Article

# Are there three main subgroups within the patellofemoral pain population? A detailed characterisation study of 127 patients to help develop targeted Intervention (TIPPs)

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## Abstract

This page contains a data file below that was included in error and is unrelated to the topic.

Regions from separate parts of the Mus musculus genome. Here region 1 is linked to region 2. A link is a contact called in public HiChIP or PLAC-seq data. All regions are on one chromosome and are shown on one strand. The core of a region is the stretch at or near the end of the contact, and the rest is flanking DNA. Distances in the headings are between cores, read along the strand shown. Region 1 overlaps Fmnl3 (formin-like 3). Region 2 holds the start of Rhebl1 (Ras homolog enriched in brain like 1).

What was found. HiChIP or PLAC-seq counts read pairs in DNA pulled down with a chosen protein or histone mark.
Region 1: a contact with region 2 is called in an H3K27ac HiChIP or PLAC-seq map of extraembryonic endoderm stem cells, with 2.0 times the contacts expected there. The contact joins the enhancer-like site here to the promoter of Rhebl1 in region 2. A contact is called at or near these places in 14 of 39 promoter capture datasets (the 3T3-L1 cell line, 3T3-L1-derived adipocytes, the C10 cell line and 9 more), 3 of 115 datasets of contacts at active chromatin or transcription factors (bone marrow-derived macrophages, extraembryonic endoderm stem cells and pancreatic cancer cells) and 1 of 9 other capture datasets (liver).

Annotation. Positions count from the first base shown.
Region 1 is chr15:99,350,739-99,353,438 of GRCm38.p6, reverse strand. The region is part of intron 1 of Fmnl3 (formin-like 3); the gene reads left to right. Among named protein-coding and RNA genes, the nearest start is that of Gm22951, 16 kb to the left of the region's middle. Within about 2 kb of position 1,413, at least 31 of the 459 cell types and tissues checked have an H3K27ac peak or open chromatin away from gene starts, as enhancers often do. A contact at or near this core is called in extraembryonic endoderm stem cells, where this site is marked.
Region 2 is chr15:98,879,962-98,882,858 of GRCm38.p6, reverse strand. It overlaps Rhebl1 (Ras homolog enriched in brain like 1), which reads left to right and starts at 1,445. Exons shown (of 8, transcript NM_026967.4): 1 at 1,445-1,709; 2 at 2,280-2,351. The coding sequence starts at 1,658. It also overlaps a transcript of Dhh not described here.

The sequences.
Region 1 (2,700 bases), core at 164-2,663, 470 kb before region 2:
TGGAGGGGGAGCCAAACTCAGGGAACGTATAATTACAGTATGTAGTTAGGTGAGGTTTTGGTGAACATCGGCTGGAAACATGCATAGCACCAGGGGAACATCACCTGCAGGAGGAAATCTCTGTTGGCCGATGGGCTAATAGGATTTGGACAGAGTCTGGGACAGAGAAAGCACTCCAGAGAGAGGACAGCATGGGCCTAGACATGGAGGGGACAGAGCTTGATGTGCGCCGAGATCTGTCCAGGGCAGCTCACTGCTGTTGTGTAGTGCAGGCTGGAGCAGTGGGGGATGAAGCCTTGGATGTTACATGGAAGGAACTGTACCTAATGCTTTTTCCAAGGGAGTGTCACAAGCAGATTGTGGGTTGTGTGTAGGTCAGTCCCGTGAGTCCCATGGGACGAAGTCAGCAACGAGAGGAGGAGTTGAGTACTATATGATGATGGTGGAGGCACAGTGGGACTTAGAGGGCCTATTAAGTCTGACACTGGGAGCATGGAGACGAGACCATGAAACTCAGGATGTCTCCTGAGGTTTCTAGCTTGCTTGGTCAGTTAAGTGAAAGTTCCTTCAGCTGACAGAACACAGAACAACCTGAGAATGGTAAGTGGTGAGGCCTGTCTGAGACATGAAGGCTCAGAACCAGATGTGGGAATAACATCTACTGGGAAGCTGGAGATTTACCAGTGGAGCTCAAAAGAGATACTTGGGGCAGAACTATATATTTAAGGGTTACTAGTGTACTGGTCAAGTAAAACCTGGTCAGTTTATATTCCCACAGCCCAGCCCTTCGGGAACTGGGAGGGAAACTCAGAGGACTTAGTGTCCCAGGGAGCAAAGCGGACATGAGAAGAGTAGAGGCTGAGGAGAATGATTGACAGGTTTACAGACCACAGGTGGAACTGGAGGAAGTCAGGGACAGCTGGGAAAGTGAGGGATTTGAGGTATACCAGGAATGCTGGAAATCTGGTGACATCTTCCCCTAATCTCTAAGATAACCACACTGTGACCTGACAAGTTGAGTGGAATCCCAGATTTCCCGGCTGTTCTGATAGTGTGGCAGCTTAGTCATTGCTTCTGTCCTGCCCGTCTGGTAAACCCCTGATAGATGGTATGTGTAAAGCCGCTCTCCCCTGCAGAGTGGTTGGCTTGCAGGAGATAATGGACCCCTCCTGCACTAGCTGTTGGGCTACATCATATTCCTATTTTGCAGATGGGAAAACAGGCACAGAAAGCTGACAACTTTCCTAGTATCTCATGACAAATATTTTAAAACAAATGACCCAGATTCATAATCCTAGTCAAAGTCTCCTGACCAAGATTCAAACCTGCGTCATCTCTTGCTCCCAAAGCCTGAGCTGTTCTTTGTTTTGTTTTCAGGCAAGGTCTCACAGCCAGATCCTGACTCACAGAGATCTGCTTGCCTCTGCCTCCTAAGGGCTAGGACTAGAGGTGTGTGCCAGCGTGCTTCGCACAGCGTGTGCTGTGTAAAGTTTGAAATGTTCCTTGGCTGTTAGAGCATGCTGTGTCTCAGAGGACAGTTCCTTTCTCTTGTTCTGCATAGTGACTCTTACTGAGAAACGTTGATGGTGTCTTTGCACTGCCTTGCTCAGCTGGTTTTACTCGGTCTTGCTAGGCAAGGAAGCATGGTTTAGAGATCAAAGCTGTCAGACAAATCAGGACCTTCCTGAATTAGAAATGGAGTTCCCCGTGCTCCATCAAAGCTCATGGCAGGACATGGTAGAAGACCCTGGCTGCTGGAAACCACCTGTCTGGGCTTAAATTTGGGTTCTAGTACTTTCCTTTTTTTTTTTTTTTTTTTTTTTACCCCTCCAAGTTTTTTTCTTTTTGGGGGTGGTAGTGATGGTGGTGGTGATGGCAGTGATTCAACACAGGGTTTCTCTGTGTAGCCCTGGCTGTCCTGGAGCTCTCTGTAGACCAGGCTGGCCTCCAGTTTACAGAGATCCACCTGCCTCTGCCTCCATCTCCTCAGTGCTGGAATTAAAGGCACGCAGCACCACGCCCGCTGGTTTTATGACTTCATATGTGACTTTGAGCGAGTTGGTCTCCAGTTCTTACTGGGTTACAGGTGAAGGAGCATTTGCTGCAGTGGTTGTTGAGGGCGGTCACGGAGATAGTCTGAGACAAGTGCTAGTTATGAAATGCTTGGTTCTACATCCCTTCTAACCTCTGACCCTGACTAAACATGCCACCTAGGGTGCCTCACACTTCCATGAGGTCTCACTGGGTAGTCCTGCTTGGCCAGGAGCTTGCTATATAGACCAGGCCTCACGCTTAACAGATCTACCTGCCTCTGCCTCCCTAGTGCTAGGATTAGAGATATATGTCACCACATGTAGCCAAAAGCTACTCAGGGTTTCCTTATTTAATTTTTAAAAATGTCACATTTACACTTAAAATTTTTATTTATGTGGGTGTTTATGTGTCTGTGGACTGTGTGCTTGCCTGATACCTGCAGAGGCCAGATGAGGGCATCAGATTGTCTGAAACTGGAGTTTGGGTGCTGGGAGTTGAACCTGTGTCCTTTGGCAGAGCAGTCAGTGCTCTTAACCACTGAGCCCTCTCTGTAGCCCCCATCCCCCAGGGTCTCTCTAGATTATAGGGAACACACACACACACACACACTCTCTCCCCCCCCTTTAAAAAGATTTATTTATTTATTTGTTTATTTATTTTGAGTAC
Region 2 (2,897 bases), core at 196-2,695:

Background: Current multimodal approaches for the management of non-specific patellofemoral pain are not optimal, however, targeted intervention for subgroups could improve patient outcomes. This study explores whether subgrouping of non-specific patellofemoral pain patients, using a series of low cost simple clinical tests, is possible. Method: The exclusivity and clinical importance of potential subgroups was assessed by applying à priori test thresholds (1 SD) from seven clinical tests in a sample of adult patients with non-specific patellofemoral pain. Hierarchical clustering and latent profile analysis, were used to gain additional insights into subgroups using data from the same clinical tests. Results: 130 participants were recruited, 127 had complete data: 84 (66%) female, mean age 26 years (SD 5.7) and mean body mass index 25.4 (SD 5.83), median (IQR) time between onset of pain and assessment was 24 (7-60) months. Potential subgroups defined by the à priori test thresholds were not mutually exclusive and patients frequently fell into multiple subgroups. Using hierarchical clustering and latent profile analysis three subgroups were identified using 6 of the 7 clinical tests. These subgroups were given the following nomenclature: (1) 'strong', (2) 'weak and tighter' and (3) 'weak and pronated foot'. Conclusions: We conclude that three subgroups of patellofemoral patients may exist based on the results of six clinical tests which are feasible to perform in routine clinical practice. Further research is needed to validate these findings in other data sets and, if supported by external validation, to see if targeted interventions for these subgroups improve patient outcomes.